I’ll be the first to admit that the loss of Amy Hennig as lead writer was disappointing (although I can’t wait to see what her Star Wars game at Visceral is like.) That said, I’m not worried in the slightest for U4. The fine work Neil Druckmann produced for The Last of Us, and especially its Left Behind DLC, proved he and the rest of the time are up to the task, and while I may be alone in this opinion I’m actually looking forward to the multi-choice conversations. If they’re anything like they were in Left Behind, they won’t impact the path of the story but provide ways to learn more about the world. That, and it will give some replay value to the game.

Then there’s the multiplayer side of things. I wasn’t a huge fan of U3’s controls (U2 was far better) so I’m hoping they’ve fixed that aspect for the upcoming release. I wish I had been able to play the beta to know for sure, but hey – I’ll no doubt learn for myself come April.


Fire Emblem Fates

I’m going to have to be incredibly careful that this one doesn’t eat up all of my time when it releases in June. The next instalment of the Fire Emblem series not only looks the part, but from what I’ve read it has fixed a few of the issues I had with series – the main one being durability of weapons. The constant micromanagement became a huge chore as I progressed through Awakening, which is a shame because everything else about that game was sublime.

The fact the game is split into three campaigns, each with their own viewpoint, has me hugely excited. The intricate storylines that the franchise is known for, along with the highly addictive turn-based combat and its classic ‘permadeath’ mechanic are reasons why players become so engaged with Fire Emblem titles, and I can’t see why that would change for Fates. Yes, it will be a pain in the ass to have to buy all three campaigns, but I really do think it will be worth it.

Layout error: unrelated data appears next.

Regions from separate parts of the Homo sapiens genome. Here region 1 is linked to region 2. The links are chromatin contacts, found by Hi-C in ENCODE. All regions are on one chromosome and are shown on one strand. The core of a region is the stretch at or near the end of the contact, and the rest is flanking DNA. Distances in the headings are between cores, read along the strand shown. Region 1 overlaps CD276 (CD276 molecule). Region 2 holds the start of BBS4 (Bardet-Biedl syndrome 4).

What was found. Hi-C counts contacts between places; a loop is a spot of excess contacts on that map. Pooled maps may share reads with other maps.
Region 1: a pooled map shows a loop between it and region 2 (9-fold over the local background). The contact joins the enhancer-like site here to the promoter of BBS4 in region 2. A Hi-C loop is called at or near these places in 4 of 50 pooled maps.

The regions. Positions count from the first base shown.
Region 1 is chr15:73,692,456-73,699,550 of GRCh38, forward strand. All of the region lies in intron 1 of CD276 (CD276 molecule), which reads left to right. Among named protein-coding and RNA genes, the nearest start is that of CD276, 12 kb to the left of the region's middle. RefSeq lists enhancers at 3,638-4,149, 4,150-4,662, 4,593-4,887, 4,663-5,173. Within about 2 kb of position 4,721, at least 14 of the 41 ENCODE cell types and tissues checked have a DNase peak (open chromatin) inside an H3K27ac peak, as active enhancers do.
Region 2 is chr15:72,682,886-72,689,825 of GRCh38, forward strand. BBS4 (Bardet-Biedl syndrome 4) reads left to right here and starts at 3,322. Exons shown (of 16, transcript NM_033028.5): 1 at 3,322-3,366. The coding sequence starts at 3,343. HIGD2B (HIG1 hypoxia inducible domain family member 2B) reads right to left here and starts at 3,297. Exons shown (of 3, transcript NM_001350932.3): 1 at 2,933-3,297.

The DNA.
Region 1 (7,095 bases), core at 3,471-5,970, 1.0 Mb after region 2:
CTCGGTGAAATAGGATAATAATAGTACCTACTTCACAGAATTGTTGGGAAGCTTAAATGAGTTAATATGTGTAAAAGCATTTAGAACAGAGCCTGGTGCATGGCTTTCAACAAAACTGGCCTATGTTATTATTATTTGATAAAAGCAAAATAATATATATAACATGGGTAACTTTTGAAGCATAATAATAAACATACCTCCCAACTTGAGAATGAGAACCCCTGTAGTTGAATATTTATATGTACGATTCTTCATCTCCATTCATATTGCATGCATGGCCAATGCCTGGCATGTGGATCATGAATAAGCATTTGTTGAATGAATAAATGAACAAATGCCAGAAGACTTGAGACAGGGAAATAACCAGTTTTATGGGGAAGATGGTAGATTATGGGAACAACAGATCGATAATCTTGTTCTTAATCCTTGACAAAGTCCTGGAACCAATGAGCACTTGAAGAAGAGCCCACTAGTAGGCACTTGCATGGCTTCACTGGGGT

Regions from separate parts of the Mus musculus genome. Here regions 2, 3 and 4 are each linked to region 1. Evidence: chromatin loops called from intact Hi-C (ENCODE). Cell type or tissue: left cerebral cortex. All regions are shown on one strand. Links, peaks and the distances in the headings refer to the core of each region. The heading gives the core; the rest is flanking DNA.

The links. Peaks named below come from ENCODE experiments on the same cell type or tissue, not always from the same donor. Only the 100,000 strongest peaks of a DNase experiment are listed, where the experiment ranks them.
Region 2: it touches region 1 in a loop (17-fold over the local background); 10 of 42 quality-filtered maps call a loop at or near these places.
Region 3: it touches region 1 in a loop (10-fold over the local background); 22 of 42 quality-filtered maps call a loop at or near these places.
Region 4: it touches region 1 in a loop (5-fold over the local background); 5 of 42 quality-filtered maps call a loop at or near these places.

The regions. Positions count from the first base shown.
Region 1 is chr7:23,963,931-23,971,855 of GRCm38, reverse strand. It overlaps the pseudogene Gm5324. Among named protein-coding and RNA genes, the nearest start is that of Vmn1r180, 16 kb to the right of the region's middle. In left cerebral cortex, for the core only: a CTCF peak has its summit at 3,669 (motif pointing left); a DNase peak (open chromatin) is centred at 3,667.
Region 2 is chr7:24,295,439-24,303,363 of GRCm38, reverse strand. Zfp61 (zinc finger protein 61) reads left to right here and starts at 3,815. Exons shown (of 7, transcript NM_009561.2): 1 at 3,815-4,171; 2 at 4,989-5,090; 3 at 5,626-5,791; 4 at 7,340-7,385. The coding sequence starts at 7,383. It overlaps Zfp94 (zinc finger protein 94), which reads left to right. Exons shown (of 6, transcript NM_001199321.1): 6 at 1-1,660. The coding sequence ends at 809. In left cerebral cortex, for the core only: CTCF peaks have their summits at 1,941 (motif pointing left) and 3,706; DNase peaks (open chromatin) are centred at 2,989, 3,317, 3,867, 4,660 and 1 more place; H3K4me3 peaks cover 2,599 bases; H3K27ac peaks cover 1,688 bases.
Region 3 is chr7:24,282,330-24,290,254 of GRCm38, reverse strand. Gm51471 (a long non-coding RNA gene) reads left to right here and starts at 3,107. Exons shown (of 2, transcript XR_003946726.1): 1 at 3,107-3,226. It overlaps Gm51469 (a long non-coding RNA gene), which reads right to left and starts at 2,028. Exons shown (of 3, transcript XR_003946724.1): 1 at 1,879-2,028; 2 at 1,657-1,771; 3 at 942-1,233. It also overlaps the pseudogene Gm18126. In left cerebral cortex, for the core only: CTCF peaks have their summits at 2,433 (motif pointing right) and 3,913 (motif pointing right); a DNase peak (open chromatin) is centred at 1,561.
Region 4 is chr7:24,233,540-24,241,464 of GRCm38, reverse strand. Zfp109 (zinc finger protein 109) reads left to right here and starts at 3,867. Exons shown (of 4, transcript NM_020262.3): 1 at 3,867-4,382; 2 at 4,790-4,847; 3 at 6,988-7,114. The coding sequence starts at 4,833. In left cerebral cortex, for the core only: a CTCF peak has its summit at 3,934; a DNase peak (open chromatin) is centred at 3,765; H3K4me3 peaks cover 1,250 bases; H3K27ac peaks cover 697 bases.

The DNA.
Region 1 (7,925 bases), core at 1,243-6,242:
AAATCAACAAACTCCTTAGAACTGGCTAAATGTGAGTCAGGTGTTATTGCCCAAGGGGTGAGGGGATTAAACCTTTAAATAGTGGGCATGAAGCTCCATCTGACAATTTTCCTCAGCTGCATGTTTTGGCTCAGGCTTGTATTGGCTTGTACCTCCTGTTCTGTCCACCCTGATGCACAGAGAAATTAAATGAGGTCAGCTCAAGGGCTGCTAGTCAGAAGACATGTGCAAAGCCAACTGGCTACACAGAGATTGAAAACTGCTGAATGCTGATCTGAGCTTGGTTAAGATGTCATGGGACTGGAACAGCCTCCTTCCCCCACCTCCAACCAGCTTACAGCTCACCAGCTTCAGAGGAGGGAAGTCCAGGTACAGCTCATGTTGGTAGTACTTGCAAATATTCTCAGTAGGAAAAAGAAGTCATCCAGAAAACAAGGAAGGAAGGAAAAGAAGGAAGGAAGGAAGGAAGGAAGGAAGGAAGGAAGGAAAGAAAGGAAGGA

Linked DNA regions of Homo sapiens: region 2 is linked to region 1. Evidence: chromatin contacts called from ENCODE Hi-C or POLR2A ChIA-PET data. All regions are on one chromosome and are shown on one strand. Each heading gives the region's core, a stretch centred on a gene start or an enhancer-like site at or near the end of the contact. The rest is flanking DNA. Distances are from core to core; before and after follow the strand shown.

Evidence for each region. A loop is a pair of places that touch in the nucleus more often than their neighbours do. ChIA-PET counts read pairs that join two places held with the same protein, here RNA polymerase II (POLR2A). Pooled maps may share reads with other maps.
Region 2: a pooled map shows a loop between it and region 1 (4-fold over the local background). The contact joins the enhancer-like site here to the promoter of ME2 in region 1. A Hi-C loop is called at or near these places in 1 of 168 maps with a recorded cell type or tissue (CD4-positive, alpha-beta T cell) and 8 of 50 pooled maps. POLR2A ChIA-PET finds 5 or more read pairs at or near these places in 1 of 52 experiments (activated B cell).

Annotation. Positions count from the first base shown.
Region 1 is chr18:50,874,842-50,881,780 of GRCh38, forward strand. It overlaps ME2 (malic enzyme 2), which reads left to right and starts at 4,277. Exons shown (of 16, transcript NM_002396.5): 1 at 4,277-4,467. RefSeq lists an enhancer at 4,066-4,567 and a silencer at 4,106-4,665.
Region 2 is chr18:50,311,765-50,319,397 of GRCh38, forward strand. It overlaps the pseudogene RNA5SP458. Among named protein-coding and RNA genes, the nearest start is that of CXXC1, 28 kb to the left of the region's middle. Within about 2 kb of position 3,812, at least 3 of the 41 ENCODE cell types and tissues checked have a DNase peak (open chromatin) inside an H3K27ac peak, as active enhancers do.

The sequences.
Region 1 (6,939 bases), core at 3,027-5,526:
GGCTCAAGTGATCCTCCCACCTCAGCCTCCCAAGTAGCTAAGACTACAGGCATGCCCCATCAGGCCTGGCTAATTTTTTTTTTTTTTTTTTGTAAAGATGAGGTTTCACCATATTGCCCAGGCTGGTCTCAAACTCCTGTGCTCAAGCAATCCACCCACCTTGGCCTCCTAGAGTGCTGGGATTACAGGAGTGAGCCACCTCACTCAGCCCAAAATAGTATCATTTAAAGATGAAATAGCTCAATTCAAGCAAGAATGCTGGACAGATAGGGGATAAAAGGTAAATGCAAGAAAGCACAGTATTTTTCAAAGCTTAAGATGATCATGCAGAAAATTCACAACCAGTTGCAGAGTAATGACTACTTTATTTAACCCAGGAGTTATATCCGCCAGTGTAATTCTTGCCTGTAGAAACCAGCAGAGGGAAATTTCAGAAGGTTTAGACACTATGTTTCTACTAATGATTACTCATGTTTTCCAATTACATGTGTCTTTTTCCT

Persona 5

This sentence may not prove popular with JRPG fans, but I’m going to say it anyway – I have some serious problems with Persona 4: Golden. For all of its effortless style, brilliantly written characters, wonderful social side-game and impressive customisation, the repetitiveness of the dungeons and the forced need to grind (even on normal difficulty) drove me mad. And yet, despite this, I’m still looking forward to Persona 5, because it looks absolutely friggin’ cool.

Let me put it this way. When a game makes its menu system look like the slickest thing, to the point that they feature it in the reveal trailer (seriously, not many have the guts to do that) you know the developers and publisher have confidence in their product. I’m also looking forward to seeing the various locations in Persona 5, which will take place in Tokyo as well as the usual psyche-fuelled dungeons. Exploring the town of Inaba was probably my favourite aspect of P4G thanks to the rich detail that had been put into it, and I expect it will be more of the same in P5. While I have a feeling the excessive grind will also be there (although I hope I’m wrong and they’ve fixed it) I’m still going to want to play this religiously.